Medical decisions are never easy and living with those decisions isn't always easy either. There will always be risks and side effects of any medical decision we choose. We have to know what we believe is the right choice for us.

Thursday, January 15, 2015

Lessons Learned

chronic illness lessons life's a polyp

I love reading the lists of others about what they've learned from illness, things others should take into consideration about others with illness, or things they wish they had known first. Fortunately, not everyone knows what it's like to live with a chronic illness. Not only do these lists help others better understand what we live with but they also help us by reminding us of our strength, our knowledge, and the forgotten lessons that have helped shape us and make us unique.
I think it goes without saying, again, that one lesson learned by any type of chronic illness is that we reach a whole new level of appreciation and cherish of the good times, the good days we have. So I'll move on to my lessons learned.

1. Chronic Illness Changes You
There's no way around it. The degree of change is affected by your age of diagnosis/symptoms onset, treatments and experiences you've had, support received and so forth. I'm not sure what I would be like if I didn't have FAP, I was diagnosed so young that I don't have a grasp of who I was before. There wasn't time for a clear change. But there are views I have now that I don't think I'd have without FAP and the accompanying experiences.
  • I wouldn't be terrified of pain. With everything I do, I think about how to avoid or minimize risk of pain.
  • I would take more risks in life.
  • I would likely have been a veterinarian. This was my passion as a child, until I became sick. Ever since my first surgery, I can physically feel the pain of others just by others talking about their experiences, seeing painful events, imagining pain. I can't bait a hook without feeling the bait's pain of a hook going through its body.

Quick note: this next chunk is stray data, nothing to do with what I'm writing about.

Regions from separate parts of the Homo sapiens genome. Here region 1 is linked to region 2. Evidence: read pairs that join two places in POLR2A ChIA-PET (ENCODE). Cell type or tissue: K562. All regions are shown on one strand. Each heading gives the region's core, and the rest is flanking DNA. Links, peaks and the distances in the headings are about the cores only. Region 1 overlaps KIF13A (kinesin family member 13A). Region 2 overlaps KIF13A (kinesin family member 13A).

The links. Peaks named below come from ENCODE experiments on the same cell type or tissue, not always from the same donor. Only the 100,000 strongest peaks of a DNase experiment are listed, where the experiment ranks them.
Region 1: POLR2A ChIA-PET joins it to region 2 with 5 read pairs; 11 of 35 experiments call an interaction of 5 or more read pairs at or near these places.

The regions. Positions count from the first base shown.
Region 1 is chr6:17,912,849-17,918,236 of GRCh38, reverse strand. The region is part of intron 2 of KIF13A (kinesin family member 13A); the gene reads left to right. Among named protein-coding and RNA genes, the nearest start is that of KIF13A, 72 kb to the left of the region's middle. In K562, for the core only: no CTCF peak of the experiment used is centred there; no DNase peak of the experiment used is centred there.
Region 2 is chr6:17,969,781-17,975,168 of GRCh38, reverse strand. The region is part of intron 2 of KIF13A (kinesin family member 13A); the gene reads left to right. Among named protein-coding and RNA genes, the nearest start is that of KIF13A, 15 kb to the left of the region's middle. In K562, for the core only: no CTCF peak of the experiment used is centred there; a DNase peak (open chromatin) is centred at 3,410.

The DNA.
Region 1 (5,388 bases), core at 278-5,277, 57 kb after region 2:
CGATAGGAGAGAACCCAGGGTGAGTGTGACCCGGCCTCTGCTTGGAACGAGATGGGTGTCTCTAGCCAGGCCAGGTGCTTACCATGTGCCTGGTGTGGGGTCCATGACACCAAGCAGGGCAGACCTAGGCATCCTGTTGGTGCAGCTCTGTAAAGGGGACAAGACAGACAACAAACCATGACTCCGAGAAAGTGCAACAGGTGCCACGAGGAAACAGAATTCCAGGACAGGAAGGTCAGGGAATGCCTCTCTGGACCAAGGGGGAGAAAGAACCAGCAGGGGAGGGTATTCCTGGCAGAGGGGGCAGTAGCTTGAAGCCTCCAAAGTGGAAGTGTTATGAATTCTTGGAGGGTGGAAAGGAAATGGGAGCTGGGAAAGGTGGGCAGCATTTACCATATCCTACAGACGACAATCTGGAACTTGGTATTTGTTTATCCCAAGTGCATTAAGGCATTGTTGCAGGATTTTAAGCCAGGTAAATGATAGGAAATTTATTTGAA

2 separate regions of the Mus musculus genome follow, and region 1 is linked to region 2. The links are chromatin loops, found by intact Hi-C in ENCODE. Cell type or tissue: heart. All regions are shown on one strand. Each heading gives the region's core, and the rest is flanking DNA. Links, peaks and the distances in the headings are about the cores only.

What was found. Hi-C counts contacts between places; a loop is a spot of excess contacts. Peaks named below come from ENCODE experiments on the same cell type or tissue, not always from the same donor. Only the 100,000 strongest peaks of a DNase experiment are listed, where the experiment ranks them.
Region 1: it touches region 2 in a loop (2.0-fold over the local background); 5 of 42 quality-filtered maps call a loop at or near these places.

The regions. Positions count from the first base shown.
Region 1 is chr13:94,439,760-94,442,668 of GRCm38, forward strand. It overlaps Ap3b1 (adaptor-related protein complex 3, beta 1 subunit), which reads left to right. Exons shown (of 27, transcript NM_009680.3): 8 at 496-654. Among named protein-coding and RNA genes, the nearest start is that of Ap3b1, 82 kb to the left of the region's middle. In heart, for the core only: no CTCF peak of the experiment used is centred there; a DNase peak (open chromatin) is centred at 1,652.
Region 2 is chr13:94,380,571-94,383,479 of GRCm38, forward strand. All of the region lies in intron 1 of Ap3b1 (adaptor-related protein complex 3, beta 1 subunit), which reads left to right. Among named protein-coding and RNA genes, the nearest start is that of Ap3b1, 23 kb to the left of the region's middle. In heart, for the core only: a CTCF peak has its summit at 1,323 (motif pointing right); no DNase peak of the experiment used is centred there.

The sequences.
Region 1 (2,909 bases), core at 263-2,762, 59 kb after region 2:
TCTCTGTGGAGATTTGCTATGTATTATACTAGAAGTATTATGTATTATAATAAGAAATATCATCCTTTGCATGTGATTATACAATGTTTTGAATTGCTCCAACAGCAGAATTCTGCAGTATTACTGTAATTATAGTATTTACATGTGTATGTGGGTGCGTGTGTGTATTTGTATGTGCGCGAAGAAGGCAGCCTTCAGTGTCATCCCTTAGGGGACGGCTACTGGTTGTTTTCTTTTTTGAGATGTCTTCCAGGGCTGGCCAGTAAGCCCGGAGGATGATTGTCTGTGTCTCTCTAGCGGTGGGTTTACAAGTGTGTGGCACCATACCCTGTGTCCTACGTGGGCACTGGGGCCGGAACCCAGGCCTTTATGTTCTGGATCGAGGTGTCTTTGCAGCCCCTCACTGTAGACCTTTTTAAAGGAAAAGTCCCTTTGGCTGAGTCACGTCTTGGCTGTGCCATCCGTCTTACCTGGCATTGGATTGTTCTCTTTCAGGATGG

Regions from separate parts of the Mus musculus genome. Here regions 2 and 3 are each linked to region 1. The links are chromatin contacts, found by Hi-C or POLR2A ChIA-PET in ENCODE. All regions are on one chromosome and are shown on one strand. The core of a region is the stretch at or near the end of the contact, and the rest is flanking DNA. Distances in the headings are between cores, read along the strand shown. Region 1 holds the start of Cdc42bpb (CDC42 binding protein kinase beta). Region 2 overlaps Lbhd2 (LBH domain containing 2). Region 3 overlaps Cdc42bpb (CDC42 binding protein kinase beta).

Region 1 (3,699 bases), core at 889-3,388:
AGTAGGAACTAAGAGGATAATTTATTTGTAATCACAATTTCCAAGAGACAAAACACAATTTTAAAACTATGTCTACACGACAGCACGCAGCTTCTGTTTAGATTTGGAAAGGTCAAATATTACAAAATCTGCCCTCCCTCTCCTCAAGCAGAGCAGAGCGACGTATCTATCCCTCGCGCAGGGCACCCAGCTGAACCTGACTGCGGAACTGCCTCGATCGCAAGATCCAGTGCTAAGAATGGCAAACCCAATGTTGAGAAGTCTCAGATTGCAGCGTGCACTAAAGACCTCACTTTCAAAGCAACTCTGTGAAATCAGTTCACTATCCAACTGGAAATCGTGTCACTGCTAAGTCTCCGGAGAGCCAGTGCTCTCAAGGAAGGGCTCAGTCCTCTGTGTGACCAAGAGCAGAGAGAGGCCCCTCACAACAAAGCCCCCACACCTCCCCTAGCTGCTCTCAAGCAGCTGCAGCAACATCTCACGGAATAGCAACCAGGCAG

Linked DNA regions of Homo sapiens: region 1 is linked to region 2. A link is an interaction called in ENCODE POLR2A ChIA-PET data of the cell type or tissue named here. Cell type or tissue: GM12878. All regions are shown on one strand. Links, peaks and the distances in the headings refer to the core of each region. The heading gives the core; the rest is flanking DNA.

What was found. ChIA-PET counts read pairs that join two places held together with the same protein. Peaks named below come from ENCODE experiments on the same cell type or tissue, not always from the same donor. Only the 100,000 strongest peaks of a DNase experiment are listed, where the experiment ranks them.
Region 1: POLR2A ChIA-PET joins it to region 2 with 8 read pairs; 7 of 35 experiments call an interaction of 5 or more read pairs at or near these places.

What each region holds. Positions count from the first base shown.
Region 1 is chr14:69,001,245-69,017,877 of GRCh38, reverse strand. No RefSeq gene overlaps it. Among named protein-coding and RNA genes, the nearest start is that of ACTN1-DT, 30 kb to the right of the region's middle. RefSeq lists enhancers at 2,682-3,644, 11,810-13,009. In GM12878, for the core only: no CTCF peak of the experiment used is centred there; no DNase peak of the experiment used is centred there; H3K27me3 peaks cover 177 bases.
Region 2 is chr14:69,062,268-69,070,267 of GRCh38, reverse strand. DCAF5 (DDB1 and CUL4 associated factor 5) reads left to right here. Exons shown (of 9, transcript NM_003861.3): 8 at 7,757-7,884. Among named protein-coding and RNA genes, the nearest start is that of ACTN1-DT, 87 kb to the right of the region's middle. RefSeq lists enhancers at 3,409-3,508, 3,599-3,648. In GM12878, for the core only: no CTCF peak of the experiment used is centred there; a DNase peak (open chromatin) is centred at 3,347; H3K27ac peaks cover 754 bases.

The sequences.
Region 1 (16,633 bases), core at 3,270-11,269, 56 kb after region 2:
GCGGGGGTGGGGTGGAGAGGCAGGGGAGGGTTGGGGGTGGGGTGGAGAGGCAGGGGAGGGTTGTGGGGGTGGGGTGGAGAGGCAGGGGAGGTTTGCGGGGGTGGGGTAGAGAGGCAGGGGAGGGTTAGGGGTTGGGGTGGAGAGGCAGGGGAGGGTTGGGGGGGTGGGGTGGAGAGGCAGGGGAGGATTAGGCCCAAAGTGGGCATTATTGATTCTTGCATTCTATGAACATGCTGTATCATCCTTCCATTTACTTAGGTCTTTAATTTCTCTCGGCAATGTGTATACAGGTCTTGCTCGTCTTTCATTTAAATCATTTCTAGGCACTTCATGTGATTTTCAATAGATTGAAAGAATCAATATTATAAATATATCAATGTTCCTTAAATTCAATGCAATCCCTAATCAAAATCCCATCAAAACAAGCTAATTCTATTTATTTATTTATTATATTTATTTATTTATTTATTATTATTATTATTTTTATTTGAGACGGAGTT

• I would be more independent. I am extremely dependent on the emotional support of my parents and I found that same support with my husband.
  • I would be more trusting. I don't trust medical providers easily due to experiences with my 1st surgeon and his residents. Providers have to prove to me first that they aren't trying to kill me and that my needs and fears are understood and respected before I feel comfortable.
  • I may have been open to moving. I felt unable to leave my home state, my parents and my doctors due to my unstable health. I turned down opportunities to study abroad, marrying military sweethearts, out of state schools, careers that would have required relocation.
  • I would travel without excessive worry, I love the thought of exploring the world yet my health needs cripple my adventurous spirit due to the demands on my body and the demands my body has.
  • I would likely have engaged in the typical teenager behaviors and rebellion. My health, my ostomy, my fears of others finding out my quite truly kept me out of trouble.
  • I wouldn't struggle with depression or have a death orientation. Perhaps I wouldn't strongly support euthanasia. Maybe I wouldn't overly empathize with someone's wish for death, even suicide.
  • I wouldn't be morbid. I actually take great pride in my morbidity. I love the perplexed, startled reactions by nonsickies and the camaraderie of morbid thoughts and humor shared with other sickies.
  • I may not have anger problems. I've lived with true hate, resentment, and anger stemming from the incompetence of the surgeon and residents that led to life threatening, life altering complications.

2. Extreme Polarization of Life and Risk Taking Behaviors
We all cope differently, especially when presented with trauma and life changing events. The way we cope I've found falls into one of two categories. Either the person flirts with death to the point of recklessness, taking every challenge or risk available in order to live life to the fullest and get the most out of life. Or the person becomes paralyzed with fear and the need for safety, rarely taking risks, calculating every move out to the last detail in order to minimize risk. I definitely fall into the second category. I'm paralyzed with the fear of any type of pain. The risk of physical or emotional pain is almost unbearable for me. There are a lot of things I'd like to do or to try but I won't because the risk far exceeds the activity for me.